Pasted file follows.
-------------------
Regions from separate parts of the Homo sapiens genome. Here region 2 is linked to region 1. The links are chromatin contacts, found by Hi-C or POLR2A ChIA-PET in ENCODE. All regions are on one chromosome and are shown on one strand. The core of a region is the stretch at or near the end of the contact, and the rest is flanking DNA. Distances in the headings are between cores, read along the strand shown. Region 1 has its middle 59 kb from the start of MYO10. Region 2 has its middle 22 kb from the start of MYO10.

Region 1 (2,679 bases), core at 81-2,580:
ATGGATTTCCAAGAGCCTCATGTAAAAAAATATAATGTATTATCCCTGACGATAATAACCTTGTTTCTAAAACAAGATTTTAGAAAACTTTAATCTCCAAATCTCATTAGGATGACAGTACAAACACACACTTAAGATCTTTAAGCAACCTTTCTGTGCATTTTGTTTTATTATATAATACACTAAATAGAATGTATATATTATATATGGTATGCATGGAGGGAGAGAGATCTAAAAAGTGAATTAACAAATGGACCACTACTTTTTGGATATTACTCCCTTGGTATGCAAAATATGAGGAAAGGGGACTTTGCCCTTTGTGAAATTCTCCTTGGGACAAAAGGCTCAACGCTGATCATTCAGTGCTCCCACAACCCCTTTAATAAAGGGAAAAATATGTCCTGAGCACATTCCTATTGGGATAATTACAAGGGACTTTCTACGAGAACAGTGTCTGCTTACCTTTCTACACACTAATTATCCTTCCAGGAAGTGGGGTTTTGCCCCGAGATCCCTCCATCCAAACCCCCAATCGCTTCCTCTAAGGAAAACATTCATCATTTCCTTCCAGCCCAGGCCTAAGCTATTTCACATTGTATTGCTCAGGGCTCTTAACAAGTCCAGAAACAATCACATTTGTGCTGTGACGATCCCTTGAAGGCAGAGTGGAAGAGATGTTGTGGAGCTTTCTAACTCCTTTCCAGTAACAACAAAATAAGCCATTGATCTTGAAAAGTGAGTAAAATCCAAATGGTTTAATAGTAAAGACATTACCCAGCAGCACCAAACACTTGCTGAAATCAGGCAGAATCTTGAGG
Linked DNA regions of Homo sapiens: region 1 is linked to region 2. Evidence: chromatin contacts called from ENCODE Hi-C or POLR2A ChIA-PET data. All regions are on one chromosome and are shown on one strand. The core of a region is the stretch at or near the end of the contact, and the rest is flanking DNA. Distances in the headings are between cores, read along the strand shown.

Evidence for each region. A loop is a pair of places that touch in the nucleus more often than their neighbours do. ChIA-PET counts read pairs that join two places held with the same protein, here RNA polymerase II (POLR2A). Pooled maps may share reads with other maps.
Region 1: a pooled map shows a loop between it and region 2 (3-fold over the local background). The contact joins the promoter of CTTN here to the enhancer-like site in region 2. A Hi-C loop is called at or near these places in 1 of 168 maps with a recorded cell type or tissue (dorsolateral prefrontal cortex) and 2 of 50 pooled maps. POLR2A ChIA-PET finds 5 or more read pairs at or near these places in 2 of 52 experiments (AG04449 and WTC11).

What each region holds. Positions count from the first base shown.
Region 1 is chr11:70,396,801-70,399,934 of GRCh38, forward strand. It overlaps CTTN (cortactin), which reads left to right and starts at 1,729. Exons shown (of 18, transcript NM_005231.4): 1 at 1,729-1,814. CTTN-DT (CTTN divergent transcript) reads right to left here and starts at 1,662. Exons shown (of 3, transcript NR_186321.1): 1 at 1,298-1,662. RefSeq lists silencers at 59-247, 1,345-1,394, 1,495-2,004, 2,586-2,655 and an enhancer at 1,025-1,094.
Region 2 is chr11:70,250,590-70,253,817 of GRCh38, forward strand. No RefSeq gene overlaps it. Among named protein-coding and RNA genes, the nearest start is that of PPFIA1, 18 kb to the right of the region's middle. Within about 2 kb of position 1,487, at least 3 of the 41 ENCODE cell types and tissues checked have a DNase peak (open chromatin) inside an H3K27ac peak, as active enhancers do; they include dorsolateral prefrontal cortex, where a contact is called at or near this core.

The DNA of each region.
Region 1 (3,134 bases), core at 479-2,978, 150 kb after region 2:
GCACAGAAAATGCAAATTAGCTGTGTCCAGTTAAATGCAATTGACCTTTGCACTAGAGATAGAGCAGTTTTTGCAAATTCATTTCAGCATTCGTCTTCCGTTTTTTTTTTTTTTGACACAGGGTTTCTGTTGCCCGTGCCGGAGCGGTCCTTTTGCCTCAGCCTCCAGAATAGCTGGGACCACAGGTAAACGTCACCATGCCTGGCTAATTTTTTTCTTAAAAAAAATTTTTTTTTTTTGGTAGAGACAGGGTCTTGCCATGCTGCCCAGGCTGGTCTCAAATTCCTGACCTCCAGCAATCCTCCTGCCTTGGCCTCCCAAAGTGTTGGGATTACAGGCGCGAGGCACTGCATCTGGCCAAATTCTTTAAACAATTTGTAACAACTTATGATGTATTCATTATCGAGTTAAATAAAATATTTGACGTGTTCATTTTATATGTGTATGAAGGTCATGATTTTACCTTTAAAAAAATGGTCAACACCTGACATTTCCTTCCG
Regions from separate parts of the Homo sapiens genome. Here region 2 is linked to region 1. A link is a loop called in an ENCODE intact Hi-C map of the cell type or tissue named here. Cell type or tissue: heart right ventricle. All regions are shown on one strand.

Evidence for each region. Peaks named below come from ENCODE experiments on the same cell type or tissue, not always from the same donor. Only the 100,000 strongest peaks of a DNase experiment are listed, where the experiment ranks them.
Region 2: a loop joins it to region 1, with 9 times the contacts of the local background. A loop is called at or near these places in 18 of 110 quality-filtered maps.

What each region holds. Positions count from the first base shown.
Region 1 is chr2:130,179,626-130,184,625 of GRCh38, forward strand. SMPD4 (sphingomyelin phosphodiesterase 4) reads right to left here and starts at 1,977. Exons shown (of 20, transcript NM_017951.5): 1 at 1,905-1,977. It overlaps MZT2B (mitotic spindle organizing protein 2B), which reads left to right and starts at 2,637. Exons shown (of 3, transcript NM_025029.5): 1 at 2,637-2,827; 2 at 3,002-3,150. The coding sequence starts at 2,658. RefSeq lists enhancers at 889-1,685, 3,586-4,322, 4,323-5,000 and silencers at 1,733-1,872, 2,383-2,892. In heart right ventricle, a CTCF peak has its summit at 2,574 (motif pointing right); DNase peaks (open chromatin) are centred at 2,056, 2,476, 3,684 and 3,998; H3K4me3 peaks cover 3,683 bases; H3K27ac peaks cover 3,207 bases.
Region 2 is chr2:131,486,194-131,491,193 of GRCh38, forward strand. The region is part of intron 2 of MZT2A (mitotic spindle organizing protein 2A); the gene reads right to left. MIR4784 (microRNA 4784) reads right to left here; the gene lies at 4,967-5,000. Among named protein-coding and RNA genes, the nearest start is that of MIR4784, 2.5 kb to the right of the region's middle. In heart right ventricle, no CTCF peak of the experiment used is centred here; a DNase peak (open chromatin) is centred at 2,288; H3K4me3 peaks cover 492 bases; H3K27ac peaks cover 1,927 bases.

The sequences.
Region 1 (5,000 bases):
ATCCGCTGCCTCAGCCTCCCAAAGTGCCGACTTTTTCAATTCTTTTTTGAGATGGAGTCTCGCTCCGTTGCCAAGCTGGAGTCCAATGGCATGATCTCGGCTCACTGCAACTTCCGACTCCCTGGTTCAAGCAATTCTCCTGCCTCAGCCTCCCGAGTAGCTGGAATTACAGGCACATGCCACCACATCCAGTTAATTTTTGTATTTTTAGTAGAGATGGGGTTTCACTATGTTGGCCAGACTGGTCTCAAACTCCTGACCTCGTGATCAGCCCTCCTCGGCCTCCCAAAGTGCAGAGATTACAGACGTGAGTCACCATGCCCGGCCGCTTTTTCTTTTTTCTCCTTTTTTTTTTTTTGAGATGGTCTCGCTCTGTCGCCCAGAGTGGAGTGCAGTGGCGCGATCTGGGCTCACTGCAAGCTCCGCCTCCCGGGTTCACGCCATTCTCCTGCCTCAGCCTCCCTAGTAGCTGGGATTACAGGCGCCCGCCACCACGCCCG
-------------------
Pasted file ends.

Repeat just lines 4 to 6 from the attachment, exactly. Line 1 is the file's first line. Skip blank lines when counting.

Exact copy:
Linked DNA regions of Homo sapiens: region 1 is linked to region 2. Evidence: chromatin contacts called from ENCODE Hi-C or POLR2A ChIA-PET data. All regions are on one chromosome and are shown on one strand. The core of a region is the stretch at or near the end of the contact, and the rest is flanking DNA. Distances in the headings are between cores, read along the strand shown.

Evidence for each region. A loop is a pair of places that touch in the nucleus more often than their neighbours do. ChIA-PET counts read pairs that join two places held with the same protein, here RNA polymerase II (POLR2A). Pooled maps may share reads with other maps.
Region 1: a pooled map shows a loop between it and region 2 (3-fold over the local background). The contact joins the promoter of CTTN here to the enhancer-like site in region 2. A Hi-C loop is called at or near these places in 1 of 168 maps with a recorded cell type or tissue (dorsolateral prefrontal cortex) and 2 of 50 pooled maps. POLR2A ChIA-PET finds 5 or more read pairs at or near these places in 2 of 52 experiments (AG04449 and WTC11).